Camille Sebastian Nachet (1799-1881) was a Parisian optician who began by producing lenses for the well-known microscope manufacturer Charles Chevalier, later setting up his own business. The first models of it were of the drum type, in the image and likeness of those that were made in those days to gradually introduce their own and unmistakable models, which were imitated by other manufacturers. At the London exhibition of 1851 he received an award for the quality of his lens and surpassed in recognition that of his master of his Chevalier of his. Along with Oberhauser, these three manufacturers are considered the best in France of the 19th century and in fact, Nachet is the only one that has maintained the brand until today.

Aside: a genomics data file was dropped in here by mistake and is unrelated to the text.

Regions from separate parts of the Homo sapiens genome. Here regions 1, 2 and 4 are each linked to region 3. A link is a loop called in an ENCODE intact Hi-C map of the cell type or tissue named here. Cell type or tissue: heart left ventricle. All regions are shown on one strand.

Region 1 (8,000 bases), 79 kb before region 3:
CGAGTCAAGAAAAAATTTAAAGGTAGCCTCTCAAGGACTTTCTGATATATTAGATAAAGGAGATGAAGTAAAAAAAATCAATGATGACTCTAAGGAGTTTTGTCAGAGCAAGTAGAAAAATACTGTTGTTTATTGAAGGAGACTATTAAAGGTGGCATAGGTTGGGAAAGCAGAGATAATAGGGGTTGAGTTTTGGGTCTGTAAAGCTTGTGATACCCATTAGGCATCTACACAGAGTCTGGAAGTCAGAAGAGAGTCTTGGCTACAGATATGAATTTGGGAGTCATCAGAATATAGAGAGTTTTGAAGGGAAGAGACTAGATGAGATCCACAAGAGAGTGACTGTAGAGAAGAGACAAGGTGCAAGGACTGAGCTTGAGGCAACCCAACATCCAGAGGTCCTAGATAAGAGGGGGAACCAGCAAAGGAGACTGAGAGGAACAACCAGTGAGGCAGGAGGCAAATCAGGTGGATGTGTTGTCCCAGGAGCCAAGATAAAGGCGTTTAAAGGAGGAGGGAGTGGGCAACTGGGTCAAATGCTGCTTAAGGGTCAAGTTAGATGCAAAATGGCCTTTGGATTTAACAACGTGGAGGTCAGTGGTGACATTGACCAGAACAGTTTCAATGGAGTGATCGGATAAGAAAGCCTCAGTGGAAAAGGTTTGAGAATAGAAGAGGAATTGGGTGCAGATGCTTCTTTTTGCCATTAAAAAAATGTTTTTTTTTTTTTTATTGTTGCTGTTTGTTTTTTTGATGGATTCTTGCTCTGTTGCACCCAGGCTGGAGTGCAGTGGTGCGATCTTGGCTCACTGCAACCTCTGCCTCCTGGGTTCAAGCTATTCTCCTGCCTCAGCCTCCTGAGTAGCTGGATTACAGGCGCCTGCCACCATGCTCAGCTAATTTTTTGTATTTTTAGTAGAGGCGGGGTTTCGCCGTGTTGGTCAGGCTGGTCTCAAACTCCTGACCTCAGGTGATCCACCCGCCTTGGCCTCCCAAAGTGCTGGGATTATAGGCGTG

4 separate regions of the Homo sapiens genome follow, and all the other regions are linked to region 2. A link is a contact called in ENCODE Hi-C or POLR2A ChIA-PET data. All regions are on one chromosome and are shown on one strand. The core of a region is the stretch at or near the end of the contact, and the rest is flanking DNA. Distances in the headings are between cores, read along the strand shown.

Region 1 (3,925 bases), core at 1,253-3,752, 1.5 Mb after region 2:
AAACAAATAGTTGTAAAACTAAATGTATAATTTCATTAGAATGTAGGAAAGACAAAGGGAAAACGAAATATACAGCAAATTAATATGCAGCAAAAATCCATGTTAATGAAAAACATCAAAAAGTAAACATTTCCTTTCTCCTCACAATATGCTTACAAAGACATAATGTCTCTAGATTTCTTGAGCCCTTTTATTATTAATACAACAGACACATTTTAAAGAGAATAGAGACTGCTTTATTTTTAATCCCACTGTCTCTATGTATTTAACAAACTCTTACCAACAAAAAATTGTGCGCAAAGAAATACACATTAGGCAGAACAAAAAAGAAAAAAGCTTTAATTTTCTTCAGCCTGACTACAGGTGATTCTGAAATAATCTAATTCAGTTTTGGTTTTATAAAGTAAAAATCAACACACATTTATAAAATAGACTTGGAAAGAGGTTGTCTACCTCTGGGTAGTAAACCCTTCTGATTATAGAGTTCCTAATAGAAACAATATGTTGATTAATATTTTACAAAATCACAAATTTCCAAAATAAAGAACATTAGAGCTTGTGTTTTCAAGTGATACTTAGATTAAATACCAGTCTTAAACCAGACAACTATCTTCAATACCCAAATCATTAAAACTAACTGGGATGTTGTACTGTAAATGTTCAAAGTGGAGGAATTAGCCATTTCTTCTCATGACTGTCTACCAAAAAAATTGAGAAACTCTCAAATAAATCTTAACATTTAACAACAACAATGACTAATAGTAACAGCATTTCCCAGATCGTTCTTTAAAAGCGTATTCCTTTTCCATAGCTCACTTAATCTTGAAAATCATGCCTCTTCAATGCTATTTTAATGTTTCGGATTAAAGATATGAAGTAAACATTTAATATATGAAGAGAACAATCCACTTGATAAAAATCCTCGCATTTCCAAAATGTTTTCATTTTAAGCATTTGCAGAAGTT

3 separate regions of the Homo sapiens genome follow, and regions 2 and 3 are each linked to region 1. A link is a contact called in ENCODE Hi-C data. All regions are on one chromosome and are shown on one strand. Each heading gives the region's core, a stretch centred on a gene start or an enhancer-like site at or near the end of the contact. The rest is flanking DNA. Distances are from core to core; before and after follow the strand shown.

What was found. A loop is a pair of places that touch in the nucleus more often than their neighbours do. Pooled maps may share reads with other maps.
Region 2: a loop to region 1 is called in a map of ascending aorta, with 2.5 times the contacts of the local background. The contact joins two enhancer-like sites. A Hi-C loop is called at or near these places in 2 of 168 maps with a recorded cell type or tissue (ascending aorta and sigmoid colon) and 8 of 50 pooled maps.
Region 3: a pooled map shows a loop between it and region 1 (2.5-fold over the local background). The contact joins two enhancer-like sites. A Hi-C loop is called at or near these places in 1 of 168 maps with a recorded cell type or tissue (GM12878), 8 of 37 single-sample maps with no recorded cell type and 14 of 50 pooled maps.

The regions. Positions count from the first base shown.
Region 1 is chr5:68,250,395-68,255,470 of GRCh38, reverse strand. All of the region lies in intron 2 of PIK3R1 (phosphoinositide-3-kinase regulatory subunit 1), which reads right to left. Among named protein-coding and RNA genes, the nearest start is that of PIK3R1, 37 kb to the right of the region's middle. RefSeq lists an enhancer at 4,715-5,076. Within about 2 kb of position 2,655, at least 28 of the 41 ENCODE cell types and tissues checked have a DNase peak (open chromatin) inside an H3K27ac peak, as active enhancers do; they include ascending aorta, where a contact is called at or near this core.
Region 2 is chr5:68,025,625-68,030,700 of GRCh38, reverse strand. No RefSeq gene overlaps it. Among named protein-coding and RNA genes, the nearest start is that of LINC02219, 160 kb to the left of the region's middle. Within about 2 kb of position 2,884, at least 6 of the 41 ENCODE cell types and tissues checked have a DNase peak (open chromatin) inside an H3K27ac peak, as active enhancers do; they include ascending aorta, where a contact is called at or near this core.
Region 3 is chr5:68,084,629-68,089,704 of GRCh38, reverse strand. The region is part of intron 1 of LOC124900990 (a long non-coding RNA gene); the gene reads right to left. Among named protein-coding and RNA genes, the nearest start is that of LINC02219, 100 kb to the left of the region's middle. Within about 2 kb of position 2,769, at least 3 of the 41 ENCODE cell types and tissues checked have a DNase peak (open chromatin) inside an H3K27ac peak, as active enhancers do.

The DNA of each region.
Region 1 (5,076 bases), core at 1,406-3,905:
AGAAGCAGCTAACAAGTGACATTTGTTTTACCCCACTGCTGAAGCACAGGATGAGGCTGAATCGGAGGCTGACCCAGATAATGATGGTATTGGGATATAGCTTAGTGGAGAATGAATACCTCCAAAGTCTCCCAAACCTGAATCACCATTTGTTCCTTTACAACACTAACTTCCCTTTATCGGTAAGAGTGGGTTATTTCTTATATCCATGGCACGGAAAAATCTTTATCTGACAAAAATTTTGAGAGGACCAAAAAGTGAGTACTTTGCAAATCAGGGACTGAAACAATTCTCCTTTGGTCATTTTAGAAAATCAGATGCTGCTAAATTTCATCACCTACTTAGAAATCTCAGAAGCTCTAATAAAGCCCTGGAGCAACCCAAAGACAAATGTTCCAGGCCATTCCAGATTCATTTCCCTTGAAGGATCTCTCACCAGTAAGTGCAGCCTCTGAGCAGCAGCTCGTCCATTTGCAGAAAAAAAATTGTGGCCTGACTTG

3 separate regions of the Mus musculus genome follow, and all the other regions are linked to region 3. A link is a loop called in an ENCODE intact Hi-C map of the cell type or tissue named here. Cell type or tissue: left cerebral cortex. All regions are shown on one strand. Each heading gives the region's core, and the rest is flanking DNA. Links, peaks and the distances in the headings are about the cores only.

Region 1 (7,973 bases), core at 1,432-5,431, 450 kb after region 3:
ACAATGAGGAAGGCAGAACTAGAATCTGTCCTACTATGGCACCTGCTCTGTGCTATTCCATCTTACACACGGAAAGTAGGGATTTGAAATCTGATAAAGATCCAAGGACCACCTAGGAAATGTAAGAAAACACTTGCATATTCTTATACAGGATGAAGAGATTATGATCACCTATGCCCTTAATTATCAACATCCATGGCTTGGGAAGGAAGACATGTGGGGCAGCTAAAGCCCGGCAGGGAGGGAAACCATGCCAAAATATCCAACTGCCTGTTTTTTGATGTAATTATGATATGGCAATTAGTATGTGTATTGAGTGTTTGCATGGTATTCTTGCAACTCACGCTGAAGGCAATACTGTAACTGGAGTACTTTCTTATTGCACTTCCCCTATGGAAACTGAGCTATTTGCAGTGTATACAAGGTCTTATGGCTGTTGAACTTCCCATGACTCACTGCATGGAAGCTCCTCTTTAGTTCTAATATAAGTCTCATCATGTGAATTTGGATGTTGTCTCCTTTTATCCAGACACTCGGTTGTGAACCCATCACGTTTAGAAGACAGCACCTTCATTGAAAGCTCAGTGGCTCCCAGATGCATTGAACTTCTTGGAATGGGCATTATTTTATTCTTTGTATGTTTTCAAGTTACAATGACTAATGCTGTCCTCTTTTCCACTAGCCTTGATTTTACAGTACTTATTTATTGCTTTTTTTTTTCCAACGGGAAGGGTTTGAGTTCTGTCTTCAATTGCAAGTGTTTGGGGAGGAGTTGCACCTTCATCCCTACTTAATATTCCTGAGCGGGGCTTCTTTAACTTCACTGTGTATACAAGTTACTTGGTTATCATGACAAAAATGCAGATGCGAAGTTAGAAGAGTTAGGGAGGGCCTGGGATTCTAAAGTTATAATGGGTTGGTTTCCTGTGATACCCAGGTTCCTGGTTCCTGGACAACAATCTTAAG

Excellent and elegant drum-type brass microscope made by Camille Nachet in the second half of the 19th century when he was already working with his son Alfred. The microscope is perfectly preserved, it has the name and address engraved on the arm and, thanks to the latter, together with the type of micrometer, we can deduce that it was built in the period between 1856 and 1862 when it was based in the street St Severin 16 of Paris. It has 5 objectives and a complex system for observations with polarized light, as well as other accessories such as a camera lucida and a beautiful bronze micrometer with 100 divisions. With its 36 cm in working position, it is surely the largest drum microscope ever built by any manufacturer.
References: "Billings Microscope Collection", pag 52, fig. 97
G. Turner, "The Great Age of the Microscope", pag 211, Fig 218
H. Moe, "The Story of the Microscopes", pag 194-207